Pte BERTIE HIBBETT, ROUEN: Ward 6, No 9. GENERAL HOSPITAL . LETTER to MOTHER, Marie Neal HIBBETT, c/o Mrs Hardcastle, 7, The Square, Whitby.
In Red White & Blue. Friday Aug. 20/ 15.
My Dear Mother,
Don’t you feel sorry for Sydney? I do – don’t feel sorry for me. (Just gone to put another record on the Pathephone) (1) – ’Cos I am quite happy you know.
I am in No 6. Ward of No 9. General Hospital. Oh! the difference after coming from the trenches – all spick & span neat beds, neat everything and meals served out to us. Porridge for brekker, vegetables with our dinner & cocoa & milk at night.
All this I owe to Sydney, who I found out consequently, had recommended me for a rest. Twenty of us came down a week last Monday & all had to go up the line again 4 days afterwards.
Thought I was going, but there happened to be a Medical Inspection & I was marked unfit & sent here. All wots up we me is that I’m run down, & blood out of order. So I was vaccinated larst night (2).
If you want to send me anythink it must be in the way of biscuits & chocolate if you like. I ’ope as you are still Enjoying yourselves. I guess Harold has by this time gone to Bedale (3).
Tell me when you go home. I am expecting a letter from you today. So will leave the last page blank until the post comes.
There goes the bugle for letters. We have all the bugle calls (4), in fact everything is done Regimental Style, from Parade Calls to folding the dish cloth neatly into four.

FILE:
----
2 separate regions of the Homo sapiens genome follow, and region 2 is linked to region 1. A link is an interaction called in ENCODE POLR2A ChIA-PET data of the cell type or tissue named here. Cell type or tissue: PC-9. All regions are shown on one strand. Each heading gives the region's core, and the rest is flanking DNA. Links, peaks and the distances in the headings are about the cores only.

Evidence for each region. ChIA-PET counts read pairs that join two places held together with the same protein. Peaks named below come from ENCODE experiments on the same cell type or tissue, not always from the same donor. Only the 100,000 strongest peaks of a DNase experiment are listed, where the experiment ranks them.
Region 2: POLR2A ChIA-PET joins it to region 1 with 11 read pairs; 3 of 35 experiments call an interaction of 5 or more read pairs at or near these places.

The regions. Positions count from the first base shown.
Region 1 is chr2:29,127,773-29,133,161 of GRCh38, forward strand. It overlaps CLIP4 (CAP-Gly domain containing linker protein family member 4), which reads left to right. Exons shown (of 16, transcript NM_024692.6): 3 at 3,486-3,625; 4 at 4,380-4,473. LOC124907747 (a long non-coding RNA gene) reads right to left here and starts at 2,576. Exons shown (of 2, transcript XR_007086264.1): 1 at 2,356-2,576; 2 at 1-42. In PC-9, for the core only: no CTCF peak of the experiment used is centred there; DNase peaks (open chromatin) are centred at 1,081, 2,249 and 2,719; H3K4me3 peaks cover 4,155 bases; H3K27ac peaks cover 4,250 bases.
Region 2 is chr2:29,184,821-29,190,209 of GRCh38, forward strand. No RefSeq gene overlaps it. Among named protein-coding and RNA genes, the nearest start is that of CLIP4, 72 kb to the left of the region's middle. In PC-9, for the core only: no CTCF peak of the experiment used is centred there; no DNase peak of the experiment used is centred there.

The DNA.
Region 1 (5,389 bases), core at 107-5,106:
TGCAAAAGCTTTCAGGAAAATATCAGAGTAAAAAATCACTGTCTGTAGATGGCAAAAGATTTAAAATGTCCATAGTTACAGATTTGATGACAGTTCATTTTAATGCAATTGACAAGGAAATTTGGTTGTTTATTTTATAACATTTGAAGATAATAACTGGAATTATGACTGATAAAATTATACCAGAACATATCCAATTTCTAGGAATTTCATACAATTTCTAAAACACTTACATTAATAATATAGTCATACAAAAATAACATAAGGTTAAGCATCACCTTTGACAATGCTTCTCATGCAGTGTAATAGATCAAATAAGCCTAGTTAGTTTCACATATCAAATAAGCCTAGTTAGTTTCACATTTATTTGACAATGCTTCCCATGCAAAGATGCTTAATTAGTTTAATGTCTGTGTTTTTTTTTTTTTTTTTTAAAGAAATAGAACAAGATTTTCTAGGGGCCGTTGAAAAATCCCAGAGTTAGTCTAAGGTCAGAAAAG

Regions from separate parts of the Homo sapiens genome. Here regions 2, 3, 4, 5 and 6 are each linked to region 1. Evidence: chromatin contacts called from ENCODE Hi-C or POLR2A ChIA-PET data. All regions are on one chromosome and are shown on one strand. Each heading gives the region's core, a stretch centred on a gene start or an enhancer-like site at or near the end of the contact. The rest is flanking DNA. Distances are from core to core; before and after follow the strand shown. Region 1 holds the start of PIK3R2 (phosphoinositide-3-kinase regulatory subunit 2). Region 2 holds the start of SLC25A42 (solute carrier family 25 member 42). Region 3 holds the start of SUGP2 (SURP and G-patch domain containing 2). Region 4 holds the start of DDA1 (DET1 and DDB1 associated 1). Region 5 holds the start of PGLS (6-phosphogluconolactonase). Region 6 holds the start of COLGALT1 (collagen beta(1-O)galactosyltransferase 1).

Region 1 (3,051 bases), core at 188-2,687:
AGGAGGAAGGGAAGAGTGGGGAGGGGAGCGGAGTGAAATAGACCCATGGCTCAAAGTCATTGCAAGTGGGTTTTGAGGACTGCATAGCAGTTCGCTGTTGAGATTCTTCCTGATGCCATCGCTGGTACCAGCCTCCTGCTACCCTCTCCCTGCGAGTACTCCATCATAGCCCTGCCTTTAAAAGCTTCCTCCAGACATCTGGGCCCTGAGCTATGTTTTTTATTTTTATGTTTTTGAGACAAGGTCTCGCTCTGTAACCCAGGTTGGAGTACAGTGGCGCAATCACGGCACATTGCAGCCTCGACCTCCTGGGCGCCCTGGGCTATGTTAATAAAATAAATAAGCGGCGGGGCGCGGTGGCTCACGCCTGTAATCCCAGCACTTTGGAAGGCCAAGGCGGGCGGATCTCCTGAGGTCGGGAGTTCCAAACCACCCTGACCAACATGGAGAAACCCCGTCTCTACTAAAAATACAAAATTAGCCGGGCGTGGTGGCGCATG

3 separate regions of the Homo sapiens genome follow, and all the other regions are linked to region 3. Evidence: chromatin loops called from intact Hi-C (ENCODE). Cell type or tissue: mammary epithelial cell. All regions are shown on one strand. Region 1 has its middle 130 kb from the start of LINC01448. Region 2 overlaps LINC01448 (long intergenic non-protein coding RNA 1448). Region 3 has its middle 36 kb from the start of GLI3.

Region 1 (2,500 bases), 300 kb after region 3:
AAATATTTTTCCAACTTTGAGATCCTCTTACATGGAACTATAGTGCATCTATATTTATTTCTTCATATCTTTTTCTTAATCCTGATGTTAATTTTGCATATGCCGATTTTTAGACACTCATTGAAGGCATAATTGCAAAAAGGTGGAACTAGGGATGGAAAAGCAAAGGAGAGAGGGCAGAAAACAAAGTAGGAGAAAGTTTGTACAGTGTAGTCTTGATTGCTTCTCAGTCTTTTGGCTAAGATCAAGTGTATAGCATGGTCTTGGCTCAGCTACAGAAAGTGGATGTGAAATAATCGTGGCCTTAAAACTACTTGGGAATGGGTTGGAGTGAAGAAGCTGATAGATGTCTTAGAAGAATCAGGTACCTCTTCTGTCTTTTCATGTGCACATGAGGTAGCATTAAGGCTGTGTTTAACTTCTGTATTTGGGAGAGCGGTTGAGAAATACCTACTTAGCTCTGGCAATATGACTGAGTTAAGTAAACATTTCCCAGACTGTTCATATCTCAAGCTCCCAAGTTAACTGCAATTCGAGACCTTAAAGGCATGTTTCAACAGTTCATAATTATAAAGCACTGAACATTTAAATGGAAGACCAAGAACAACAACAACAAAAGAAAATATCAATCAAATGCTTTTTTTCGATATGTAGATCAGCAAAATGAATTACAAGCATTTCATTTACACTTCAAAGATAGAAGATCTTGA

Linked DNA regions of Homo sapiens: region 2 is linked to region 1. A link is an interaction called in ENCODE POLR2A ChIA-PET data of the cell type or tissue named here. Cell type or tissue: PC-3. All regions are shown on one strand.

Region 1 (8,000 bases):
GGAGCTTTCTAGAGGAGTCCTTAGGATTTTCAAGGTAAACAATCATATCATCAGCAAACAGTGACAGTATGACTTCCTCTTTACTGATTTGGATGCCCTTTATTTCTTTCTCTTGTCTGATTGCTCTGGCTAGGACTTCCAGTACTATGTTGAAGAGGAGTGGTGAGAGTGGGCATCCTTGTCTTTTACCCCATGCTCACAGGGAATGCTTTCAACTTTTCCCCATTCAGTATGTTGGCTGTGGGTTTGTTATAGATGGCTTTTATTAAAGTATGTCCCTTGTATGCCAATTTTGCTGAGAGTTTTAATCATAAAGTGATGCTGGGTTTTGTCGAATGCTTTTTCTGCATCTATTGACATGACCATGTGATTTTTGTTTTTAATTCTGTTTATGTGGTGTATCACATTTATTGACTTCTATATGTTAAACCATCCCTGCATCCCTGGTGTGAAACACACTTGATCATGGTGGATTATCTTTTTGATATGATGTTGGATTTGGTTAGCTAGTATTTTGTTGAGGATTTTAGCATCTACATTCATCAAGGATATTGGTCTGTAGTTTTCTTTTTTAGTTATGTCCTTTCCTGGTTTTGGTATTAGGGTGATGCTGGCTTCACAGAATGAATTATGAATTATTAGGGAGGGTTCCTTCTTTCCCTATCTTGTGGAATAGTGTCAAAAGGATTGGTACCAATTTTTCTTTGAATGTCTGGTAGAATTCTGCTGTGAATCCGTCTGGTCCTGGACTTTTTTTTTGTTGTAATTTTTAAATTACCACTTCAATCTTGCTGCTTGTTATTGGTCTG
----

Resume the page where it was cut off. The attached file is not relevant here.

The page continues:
I hope Ida will keep the letters I’ve sent you so that you can read them too.
After Tea. No letters forthcoming today, rather disappointing, hope for the best tomorrow – a letter so enlivens me up. We look uncommonly like Germans with our hair cut short (5). I wonder if you could manage to send me some more hard boiled eggs like Bailey* used to get.
Best love dear Mummy, Bertie.
Pte Bertie waited 10 days in Hospital before writing directly to his Mother, still on holiday to inform her that he was ‘run-down‘, with ‘blood out of order’. Ailments: ‘facial paralysis‘ from boils on face, neck & head; boils & sores on legs. Treatment: ‘hot fomentations’ ‘vaccination’ & shaved head to get rid of lice.
(1) Pathephone: record player. (2) Harold was new manager of pharmacy/chemist at Bedale, Yorkshire.
(3) ‘Vaccinated’: for what is unclear; could be against trench fever. (4) Bugle Calls: short tune/ military signal to announce scheduled order/ event of the day. List of Bugle Calls with music notation <http://www.wikipedia.org/wikiBugle_call>
(5) Lice & Fleas: an ever-present misery in trench life.
Meanwhile Lance Corporal SYDNEY HIBBETT was in Reserve Camp.
SOUTH STAFFS WAR DIARY. 1 8th – 20th Aug. 1915.
OUDERDOM ‘F’ HUTMENTS, DIVISIONAL RESERVE.
NEXT POST: 22nd AUGUST, 1915. Tent Service in Colour & Sister’s ‘Bright Things’.